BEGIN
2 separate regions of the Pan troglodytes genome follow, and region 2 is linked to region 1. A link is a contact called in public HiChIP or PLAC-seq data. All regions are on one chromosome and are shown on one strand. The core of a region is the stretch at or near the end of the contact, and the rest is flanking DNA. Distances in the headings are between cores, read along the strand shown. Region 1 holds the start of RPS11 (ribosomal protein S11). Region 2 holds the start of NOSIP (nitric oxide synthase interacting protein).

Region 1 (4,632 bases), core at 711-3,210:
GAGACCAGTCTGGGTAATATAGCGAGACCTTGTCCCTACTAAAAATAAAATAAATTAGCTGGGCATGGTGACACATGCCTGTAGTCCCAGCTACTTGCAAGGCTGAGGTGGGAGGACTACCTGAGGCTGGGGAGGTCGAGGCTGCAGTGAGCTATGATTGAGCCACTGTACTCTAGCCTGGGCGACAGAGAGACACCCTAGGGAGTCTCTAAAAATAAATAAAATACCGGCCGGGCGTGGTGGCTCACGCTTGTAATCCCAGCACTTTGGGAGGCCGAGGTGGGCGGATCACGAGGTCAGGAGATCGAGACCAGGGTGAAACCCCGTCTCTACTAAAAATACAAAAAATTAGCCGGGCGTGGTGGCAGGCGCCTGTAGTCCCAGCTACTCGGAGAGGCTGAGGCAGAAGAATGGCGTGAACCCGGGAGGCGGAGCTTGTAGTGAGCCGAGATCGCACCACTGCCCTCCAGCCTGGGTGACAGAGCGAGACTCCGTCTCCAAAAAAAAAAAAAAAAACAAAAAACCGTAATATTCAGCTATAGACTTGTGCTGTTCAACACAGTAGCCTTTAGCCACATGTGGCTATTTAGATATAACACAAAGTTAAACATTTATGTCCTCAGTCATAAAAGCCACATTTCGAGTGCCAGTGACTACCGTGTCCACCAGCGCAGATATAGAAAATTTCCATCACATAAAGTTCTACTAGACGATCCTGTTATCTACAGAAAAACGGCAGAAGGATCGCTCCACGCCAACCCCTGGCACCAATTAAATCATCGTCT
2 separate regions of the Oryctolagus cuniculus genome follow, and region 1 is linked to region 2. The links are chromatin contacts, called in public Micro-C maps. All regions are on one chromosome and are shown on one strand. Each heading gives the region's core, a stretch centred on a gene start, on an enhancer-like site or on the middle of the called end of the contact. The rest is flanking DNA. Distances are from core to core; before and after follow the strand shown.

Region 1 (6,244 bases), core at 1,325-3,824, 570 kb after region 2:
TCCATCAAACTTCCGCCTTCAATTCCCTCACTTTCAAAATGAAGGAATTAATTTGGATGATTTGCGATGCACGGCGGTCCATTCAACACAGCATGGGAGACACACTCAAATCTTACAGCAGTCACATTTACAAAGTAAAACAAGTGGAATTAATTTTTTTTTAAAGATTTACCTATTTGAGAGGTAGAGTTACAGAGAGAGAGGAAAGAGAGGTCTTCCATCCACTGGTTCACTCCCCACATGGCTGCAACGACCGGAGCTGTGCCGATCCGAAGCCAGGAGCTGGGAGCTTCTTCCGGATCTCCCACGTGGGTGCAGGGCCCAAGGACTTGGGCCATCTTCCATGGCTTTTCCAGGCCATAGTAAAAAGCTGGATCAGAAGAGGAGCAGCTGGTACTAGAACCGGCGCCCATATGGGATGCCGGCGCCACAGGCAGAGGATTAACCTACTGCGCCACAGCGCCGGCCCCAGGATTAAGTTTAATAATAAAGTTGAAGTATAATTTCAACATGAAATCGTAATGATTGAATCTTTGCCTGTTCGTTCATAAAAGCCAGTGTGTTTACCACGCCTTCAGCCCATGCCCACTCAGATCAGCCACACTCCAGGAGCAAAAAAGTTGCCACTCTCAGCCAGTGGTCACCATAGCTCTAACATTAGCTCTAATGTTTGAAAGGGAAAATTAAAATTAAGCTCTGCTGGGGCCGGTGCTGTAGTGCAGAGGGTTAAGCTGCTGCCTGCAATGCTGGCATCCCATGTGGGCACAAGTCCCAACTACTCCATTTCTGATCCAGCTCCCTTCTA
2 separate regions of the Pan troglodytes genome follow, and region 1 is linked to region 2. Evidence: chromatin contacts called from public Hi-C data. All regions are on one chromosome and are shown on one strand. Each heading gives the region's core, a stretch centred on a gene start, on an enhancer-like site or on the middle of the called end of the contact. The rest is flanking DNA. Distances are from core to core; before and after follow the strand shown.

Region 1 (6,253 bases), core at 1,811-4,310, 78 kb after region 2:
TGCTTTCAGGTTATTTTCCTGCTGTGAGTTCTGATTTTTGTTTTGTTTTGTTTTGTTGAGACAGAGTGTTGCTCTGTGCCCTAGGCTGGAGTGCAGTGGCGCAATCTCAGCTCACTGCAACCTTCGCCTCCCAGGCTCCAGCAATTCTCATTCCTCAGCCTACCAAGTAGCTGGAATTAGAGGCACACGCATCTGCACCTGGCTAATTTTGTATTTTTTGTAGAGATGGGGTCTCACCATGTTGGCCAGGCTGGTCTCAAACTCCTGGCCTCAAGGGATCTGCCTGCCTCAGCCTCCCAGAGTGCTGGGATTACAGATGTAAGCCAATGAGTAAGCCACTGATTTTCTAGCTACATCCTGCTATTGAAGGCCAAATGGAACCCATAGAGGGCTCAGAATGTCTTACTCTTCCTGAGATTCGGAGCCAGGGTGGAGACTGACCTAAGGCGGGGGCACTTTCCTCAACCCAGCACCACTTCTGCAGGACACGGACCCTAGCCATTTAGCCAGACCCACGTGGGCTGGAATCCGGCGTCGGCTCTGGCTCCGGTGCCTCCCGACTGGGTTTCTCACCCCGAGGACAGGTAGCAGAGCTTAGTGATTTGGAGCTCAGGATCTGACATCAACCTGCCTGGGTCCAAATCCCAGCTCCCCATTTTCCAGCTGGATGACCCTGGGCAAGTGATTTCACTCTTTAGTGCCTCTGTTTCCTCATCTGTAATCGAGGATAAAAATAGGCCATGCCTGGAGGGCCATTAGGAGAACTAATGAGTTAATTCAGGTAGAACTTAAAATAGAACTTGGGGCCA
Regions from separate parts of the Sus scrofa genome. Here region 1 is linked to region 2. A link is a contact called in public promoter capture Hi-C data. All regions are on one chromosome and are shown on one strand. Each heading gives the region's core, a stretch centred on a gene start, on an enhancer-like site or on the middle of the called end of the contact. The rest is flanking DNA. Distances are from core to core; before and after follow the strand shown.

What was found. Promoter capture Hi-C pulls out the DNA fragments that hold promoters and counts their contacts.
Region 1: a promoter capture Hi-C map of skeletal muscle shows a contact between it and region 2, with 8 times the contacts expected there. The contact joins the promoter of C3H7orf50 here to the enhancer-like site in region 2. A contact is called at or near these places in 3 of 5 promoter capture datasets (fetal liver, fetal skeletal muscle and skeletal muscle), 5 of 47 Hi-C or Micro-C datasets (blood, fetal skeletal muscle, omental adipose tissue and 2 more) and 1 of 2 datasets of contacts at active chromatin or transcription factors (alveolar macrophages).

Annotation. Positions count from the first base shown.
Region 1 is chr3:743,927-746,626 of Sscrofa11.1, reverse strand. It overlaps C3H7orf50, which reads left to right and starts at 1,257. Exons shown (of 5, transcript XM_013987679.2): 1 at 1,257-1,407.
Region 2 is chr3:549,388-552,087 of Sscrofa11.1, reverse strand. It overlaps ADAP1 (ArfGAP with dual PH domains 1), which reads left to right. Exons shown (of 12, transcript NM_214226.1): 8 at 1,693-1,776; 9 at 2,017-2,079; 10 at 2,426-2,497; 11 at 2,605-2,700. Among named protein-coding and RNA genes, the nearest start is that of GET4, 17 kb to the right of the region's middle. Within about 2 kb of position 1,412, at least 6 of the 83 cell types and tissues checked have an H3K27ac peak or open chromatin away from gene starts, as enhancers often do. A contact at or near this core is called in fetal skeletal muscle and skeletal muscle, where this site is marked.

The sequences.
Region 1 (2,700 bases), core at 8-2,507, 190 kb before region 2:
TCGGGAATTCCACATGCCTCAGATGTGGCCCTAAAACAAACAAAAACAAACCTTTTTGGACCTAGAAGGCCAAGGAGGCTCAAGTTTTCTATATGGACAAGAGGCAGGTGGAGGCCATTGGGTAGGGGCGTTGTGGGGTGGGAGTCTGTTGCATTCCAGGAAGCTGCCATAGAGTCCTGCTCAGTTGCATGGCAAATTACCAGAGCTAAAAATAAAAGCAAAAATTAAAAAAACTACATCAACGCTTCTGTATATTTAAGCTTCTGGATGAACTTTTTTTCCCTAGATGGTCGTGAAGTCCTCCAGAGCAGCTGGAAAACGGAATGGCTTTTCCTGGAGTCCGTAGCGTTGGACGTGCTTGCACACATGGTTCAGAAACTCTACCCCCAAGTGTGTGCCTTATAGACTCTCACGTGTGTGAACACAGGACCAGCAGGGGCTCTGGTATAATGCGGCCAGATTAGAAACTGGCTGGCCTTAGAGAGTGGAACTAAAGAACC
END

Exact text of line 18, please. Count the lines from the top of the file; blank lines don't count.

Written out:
TCGGGAATTCCACATGCCTCAGATGTGGCCCTAAAACAAACAAAAACAAACCTTTTTGGACCTAGAAGGCCAAGGAGGCTCAAGTTTTCTATATGGACAAGAGGCAGGTGGAGGCCATTGGGTAGGGGCGTTGTGGGGTGGGAGTCTGTTGCATTCCAGGAAGCTGCCATAGAGTCCTGCTCAGTTGCATGGCAAATTACCAGAGCTAAAAATAAAAGCAAAAATTAAAAAAACTACATCAACGCTTCTGTATATTTAAGCTTCTGGATGAACTTTTTTTCCCTAGATGGTCGTGAAGTCCTCCAGAGCAGCTGGAAAACGGAATGGCTTTTCCTGGAGTCCGTAGCGTTGGACGTGCTTGCACACATGGTTCAGAAACTCTACCCCCAAGTGTGTGCCTTATAGACTCTCACGTGTGTGAACACAGGACCAGCAGGGGCTCTGGTATAATGCGGCCAGATTAGAAACTGGCTGGCCTTAGAGAGTGGAACTAAAGAACC